Like many Iranian languages, almost all content words except verbs are stress final. In verbs, some morphemes such as the negation prefix attract stress (Stilo, 2001). The perfective marking prefix /bə/, however, does not attract stress. The past simple verb /-χástidi/ (“they wanted”), for example, retains the stress on the first syllable of the stem (ibid.). This is unlike Mazandarani, where the verbal prefix (/bə/ or /bæ/) attracts stress.



Gilaki’s syntax is very similar to Mazandarani in its general structure. Some of the characteristic features of Gilaki (as well as Mazandarani) within the Iranian group are listed below:

1- The absence of pronominal clitics

2- The distinction between accusative and genitive pronouns

3- The use of the verbal prefixes /bə/ in the past simple tense and the bare form of the stem in the present tense

4- A rather strong tendency towards head-finalty (in both NPs and PPs), and the use of the Ezafe (pronounced as /ə/) for connecting adjectives to nouns as well as possessive constructions, but in the reverse order compared to Persian and Kurdish languages.

Examples of the way the Gilaki Ezafe is used are shown below.

ali    ə           per
ali   EZF     father
Ali’s father

surχ    ə         gul
red      EZF   flower
red flower

Both nouns are stressed in the first example above (the possessive construction) but in the second example (the noun preceded by the adjective), unlike Kurdish languages and Persian, only the noun attracts stress.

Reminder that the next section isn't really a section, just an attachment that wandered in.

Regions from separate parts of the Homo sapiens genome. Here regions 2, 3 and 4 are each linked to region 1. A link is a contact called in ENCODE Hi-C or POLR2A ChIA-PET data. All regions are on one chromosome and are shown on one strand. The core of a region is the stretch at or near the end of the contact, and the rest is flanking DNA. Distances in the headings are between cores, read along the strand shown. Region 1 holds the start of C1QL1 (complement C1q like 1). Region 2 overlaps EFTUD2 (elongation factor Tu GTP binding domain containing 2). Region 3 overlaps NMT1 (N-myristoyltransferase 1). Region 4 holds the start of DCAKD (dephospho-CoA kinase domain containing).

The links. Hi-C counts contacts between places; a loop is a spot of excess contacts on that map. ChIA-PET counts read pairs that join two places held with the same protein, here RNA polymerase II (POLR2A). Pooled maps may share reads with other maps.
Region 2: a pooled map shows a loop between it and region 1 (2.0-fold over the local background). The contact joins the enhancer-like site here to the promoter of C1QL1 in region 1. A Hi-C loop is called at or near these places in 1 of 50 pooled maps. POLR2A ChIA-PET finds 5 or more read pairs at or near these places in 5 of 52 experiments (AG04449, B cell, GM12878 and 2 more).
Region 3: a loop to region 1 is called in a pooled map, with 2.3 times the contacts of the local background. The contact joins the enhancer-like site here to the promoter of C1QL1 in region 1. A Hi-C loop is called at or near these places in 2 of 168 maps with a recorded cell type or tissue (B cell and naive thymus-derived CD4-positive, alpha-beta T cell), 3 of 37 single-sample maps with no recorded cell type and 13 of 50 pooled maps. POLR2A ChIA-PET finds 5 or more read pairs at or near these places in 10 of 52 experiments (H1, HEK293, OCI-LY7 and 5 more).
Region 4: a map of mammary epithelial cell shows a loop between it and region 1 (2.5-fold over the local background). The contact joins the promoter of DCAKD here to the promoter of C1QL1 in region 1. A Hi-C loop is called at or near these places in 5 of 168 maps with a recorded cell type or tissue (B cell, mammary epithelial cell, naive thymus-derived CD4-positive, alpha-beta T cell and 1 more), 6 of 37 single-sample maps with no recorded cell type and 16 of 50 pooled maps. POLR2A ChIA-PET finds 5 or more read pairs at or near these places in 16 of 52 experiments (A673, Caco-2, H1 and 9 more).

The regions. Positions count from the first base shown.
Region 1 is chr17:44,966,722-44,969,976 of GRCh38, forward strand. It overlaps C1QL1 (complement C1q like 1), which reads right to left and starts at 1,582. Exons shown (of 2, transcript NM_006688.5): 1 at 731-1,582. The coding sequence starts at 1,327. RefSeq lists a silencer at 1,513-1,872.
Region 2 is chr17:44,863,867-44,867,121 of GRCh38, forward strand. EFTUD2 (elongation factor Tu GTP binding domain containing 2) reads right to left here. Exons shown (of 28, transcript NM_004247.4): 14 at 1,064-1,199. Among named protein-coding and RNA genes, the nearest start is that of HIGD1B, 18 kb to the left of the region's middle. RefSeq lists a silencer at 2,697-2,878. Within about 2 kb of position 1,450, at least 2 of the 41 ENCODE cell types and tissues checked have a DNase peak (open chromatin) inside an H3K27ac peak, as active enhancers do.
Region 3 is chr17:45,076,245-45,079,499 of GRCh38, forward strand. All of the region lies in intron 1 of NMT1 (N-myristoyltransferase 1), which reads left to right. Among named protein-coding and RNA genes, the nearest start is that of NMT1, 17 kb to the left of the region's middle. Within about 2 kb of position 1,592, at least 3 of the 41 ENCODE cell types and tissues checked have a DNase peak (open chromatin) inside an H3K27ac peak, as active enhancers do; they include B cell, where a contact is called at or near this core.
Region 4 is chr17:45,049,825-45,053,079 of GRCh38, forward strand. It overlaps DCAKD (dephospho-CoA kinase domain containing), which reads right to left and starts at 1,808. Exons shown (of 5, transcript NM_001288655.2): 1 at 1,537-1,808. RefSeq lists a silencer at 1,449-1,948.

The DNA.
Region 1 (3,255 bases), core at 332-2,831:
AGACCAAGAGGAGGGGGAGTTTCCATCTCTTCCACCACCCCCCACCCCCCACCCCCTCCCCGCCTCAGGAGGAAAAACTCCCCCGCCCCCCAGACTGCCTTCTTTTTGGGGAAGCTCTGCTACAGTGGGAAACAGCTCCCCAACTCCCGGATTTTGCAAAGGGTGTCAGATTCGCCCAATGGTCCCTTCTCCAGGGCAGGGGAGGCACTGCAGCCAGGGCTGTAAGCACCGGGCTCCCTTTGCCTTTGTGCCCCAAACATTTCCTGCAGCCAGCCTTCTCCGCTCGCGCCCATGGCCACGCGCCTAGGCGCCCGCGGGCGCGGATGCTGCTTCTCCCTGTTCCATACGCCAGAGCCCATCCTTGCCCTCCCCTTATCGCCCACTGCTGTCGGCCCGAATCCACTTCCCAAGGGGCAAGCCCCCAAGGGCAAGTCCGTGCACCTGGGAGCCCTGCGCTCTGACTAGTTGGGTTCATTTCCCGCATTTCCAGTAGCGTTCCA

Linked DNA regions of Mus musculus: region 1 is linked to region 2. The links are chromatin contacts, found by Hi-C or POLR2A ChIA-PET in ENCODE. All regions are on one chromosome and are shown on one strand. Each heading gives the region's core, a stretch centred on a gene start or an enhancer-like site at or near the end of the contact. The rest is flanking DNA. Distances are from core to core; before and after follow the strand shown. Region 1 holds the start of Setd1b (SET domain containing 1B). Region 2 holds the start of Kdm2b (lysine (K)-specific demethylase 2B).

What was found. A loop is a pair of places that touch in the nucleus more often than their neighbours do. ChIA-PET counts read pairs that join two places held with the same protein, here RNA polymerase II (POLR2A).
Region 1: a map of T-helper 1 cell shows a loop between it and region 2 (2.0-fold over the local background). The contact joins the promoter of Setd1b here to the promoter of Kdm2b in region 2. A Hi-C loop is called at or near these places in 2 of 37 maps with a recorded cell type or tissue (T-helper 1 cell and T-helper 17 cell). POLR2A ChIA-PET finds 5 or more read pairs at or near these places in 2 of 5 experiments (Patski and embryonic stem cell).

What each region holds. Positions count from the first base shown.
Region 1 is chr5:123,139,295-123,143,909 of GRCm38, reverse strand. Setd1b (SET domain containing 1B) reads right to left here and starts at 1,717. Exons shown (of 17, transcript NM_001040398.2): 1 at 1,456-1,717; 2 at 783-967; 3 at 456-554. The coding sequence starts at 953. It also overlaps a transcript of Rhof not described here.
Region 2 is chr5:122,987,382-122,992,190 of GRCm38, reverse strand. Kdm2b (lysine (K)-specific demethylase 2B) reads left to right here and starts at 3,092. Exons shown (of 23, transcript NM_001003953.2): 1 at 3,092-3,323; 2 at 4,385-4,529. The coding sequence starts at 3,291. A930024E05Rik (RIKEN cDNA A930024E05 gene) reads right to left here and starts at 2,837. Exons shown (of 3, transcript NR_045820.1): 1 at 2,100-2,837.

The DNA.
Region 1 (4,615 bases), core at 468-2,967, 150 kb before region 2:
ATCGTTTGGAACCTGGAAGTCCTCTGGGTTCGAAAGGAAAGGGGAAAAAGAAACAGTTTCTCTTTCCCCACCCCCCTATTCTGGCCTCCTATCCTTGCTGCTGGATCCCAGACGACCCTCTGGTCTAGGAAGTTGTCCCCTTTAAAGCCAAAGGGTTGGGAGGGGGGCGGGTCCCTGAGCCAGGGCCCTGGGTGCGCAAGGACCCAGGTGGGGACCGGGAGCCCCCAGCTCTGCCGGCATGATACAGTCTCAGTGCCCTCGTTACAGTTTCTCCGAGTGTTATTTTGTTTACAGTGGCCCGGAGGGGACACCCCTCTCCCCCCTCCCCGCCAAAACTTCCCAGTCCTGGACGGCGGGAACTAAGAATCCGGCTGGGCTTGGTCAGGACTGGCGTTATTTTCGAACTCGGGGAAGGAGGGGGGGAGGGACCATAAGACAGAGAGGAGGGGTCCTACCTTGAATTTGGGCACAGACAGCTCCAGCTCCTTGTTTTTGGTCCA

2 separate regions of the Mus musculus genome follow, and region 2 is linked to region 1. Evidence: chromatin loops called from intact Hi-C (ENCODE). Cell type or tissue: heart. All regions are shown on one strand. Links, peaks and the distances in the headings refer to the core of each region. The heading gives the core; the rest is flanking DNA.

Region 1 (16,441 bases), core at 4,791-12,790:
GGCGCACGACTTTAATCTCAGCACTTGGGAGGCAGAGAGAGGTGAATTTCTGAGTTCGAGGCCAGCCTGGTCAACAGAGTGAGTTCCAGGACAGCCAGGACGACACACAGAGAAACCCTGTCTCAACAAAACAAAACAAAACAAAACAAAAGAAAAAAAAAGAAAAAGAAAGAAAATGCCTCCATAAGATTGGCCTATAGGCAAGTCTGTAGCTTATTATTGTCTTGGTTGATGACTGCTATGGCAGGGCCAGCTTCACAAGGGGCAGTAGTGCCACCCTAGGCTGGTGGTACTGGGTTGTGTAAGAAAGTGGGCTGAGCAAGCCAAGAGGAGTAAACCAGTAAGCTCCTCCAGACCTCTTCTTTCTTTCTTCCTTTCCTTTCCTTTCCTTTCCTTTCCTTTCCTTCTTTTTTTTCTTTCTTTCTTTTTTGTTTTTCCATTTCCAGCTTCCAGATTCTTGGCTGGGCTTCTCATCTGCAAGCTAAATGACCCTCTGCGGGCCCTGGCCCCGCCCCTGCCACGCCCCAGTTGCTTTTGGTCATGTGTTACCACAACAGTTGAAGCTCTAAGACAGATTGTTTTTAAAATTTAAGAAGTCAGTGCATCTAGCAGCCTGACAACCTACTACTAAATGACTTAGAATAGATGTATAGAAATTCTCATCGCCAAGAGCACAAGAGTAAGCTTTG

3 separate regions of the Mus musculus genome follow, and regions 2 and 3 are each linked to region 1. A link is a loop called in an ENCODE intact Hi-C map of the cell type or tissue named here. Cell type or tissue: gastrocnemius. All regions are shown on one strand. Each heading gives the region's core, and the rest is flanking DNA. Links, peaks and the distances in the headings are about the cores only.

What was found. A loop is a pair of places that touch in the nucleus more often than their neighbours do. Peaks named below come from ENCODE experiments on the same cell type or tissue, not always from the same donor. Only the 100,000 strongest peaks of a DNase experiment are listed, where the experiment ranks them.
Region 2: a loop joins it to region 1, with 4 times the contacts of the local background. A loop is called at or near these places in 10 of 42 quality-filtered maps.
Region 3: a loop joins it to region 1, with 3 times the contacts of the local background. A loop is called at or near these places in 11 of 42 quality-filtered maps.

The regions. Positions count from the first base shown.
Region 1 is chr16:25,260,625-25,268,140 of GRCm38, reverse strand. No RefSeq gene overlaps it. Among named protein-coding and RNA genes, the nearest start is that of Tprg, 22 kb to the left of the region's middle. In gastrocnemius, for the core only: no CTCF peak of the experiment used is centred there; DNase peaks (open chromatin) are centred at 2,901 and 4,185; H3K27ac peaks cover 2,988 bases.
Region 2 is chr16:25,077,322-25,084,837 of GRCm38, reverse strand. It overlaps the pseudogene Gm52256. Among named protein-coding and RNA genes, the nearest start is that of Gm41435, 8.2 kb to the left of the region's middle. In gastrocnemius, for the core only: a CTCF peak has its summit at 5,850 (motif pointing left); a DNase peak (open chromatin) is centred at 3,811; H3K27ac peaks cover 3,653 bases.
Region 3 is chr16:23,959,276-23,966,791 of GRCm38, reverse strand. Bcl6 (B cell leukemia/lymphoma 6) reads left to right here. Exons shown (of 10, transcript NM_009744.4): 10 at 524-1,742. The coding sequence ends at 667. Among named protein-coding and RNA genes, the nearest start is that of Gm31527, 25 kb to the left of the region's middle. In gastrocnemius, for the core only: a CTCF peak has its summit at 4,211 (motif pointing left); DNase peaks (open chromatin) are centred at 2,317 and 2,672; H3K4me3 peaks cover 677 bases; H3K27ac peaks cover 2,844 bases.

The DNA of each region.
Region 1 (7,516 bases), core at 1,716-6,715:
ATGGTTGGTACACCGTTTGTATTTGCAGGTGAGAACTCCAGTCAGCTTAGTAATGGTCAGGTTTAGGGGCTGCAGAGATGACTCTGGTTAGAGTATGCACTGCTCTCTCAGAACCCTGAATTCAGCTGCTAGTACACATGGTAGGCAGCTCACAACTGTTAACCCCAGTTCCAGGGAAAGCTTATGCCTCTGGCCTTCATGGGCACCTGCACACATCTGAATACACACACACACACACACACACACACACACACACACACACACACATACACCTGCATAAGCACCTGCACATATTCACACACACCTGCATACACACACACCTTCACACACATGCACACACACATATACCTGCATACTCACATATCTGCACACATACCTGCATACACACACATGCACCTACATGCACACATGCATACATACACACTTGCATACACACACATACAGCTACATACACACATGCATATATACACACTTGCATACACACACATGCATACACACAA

Personal pronouns

Gilaki has three sets of personal pronouns, divided by case.


  Nominative Accusative/Dative Genitive
1 sg (I) mən mi
2 sg (you) tu ti
3 sg (he/she) un un unə
1 pl (we) ama ama ami
2 pl (you) ʃuma ʃuma ʃimi
3 pl (they) uʃɑn uʃɑn uʃɑnə

The pronouns in the table above are used in Rasht, the capital of Gilan province. Many of these pronouns, however, have different pronunciations in other dialects, and sometimes even alternative pronunciations in Rashti. Examples include /ame/ and /ʃime/ instead of /ami/ and /ʃimi/, as well as /an/ and /aʃan/ instead of /un/ and /uʃan/.


As in most other Iranian languages, each verb has a present stem and a past stem in Gilaki. The two are usually phonologically related but the relationship is by no means systematic or predictable.

The present simple verb is made by adding a personal ending to the present stem, as shown for the verb “to do” below.


English Gilaki
I do. kun-əm
You (sg.) do. kun-i
She/He/It does. kun-e
We do. kun-im(i)
You (pl.) do. kun-idi(i)
They do. kun-id(i)

In the past simple tense, in addition to the fact that the past stem is used, a verbal prefix precedes the stem. The third person singular ending is also different in the past simple tense.